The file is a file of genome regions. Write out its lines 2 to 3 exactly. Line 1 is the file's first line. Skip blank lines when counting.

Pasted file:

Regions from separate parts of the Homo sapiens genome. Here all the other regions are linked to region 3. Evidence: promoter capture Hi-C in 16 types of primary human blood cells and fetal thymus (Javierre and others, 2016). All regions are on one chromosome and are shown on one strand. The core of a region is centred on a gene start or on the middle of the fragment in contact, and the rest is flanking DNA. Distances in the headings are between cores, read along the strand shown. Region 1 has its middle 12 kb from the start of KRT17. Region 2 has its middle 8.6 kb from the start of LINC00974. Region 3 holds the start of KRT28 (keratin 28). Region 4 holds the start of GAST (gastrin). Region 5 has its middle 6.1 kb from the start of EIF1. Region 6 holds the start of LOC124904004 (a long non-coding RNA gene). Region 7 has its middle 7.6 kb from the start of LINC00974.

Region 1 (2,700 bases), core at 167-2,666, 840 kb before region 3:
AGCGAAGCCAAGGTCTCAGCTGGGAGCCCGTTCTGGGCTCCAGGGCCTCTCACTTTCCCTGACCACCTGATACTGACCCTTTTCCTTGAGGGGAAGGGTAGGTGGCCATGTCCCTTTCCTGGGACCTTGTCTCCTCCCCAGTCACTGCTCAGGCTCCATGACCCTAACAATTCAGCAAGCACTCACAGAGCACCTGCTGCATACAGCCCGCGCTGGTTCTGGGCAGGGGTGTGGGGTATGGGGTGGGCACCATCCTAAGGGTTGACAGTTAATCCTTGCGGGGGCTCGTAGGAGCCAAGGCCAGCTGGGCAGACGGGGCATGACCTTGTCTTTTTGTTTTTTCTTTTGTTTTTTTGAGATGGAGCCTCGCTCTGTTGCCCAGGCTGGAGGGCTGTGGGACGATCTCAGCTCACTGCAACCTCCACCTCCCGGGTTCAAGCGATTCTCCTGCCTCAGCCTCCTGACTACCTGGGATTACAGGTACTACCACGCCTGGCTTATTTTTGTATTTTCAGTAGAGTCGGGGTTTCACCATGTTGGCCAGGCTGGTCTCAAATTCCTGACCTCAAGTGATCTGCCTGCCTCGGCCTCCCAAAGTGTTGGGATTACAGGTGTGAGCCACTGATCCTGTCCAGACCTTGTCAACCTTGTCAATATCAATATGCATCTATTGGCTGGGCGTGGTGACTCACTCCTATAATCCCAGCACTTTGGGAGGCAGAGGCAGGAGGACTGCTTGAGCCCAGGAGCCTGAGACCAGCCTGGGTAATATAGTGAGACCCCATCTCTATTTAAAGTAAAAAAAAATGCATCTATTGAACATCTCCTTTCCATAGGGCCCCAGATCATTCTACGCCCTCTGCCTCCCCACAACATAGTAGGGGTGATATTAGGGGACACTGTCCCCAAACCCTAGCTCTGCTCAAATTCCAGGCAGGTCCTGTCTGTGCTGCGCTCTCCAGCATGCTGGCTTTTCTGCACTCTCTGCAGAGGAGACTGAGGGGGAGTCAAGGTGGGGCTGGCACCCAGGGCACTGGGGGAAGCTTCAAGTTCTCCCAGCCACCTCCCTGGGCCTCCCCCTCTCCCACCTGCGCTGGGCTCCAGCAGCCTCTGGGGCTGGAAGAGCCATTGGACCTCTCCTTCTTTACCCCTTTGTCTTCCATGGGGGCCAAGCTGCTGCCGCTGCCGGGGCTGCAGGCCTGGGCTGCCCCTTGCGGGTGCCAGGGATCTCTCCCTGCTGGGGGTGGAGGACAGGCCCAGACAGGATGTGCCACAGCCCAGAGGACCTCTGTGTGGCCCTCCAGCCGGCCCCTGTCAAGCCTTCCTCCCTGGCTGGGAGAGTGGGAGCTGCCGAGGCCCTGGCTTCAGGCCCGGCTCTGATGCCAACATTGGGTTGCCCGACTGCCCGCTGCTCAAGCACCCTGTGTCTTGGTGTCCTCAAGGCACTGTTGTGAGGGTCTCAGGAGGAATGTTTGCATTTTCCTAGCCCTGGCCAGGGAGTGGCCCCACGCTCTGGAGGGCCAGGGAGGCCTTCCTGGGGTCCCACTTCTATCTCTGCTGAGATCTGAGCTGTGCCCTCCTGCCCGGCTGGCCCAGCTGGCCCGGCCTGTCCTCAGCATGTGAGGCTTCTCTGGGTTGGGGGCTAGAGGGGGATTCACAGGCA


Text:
Region 1 (2,700 bases), core at 167-2,666, 840 kb before region 3:
AGCGAAGCCAAGGTCTCAGCTGGGAGCCCGTTCTGGGCTCCAGGGCCTCTCACTTTCCCTGACCACCTGATACTGACCCTTTTCCTTGAGGGGAAGGGTAGGTGGCCATGTCCCTTTCCTGGGACCTTGTCTCCTCCCCAGTCACTGCTCAGGCTCCATGACCCTAACAATTCAGCAAGCACTCACAGAGCACCTGCTGCATACAGCCCGCGCTGGTTCTGGGCAGGGGTGTGGGGTATGGGGTGGGCACCATCCTAAGGGTTGACAGTTAATCCTTGCGGGGGCTCGTAGGAGCCAAGGCCAGCTGGGCAGACGGGGCATGACCTTGTCTTTTTGTTTTTTCTTTTGTTTTTTTGAGATGGAGCCTCGCTCTGTTGCCCAGGCTGGAGGGCTGTGGGACGATCTCAGCTCACTGCAACCTCCACCTCCCGGGTTCAAGCGATTCTCCTGCCTCAGCCTCCTGACTACCTGGGATTACAGGTACTACCACGCCTGGCTTATTTTTGTATTTTCAGTAGAGTCGGGGTTTCACCATGTTGGCCAGGCTGGTCTCAAATTCCTGACCTCAAGTGATCTGCCTGCCTCGGCCTCCCAAAGTGTTGGGATTACAGGTGTGAGCCACTGATCCTGTCCAGACCTTGTCAACCTTGTCAATATCAATATGCATCTATTGGCTGGGCGTGGTGACTCACTCCTATAATCCCAGCACTTTGGGAGGCAGAGGCAGGAGGACTGCTTGAGCCCAGGAGCCTGAGACCAGCCTGGGTAATATAGTGAGACCCCATCTCTATTTAAAGTAAAAAAAAATGCATCTATTGAACATCTCCTTTCCATAGGGCCCCAGATCATTCTACGCCCTCTGCCTCCCCACAACATAGTAGGGGTGATATTAGGGGACACTGTCCCCAAACCCTAGCTCTGCTCAAATTCCAGGCAGGTCCTGTCTGTGCTGCGCTCTCCAGCATGCTGGCTTTTCTGCACTCTCTGCAGAGGAGACTGAGGGGGAGTCAAGGTGGGGCTGGCACCCAGGGCACTGGGGGAAGCTTCAAGTTCTCCCAGCCACCTCCCTGGGCCTCCCCCTCTCCCACCTGCGCTGGGCTCCAGCAGCCTCTGGGGCTGGAAGAGCCATTGGACCTCTCCTTCTTTACCCCTTTGTCTTCCATGGGGGCCAAGCTGCTGCCGCTGCCGGGGCTGCAGGCCTGGGCTGCCCCTTGCGGGTGCCAGGGATCTCTCCCTGCTGGGGGTGGAGGACAGGCCCAGACAGGATGTGCCACAGCCCAGAGGACCTCTGTGTGGCCCTCCAGCCGGCCCCTGTCAAGCCTTCCTCCCTGGCTGGGAGAGTGGGAGCTGCCGAGGCCCTGGCTTCAGGCCCGGCTCTGATGCCAACATTGGGTTGCCCGACTGCCCGCTGCTCAAGCACCCTGTGTCTTGGTGTCCTCAAGGCACTGTTGTGAGGGTCTCAGGAGGAATGTTTGCATTTTCCTAGCCCTGGCCAGGGAGTGGCCCCACGCTCTGGAGGGCCAGGGAGGCCTTCCTGGGGTCCCACTTCTATCTCTGCTGAGATCTGAGCTGTGCCCTCCTGCCCGGCTGGCCCAGCTGGCCCGGCCTGTCCTCAGCATGTGAGGCTTCTCTGGGTTGGGGGCTAGAGGGGGATTCACAGGCA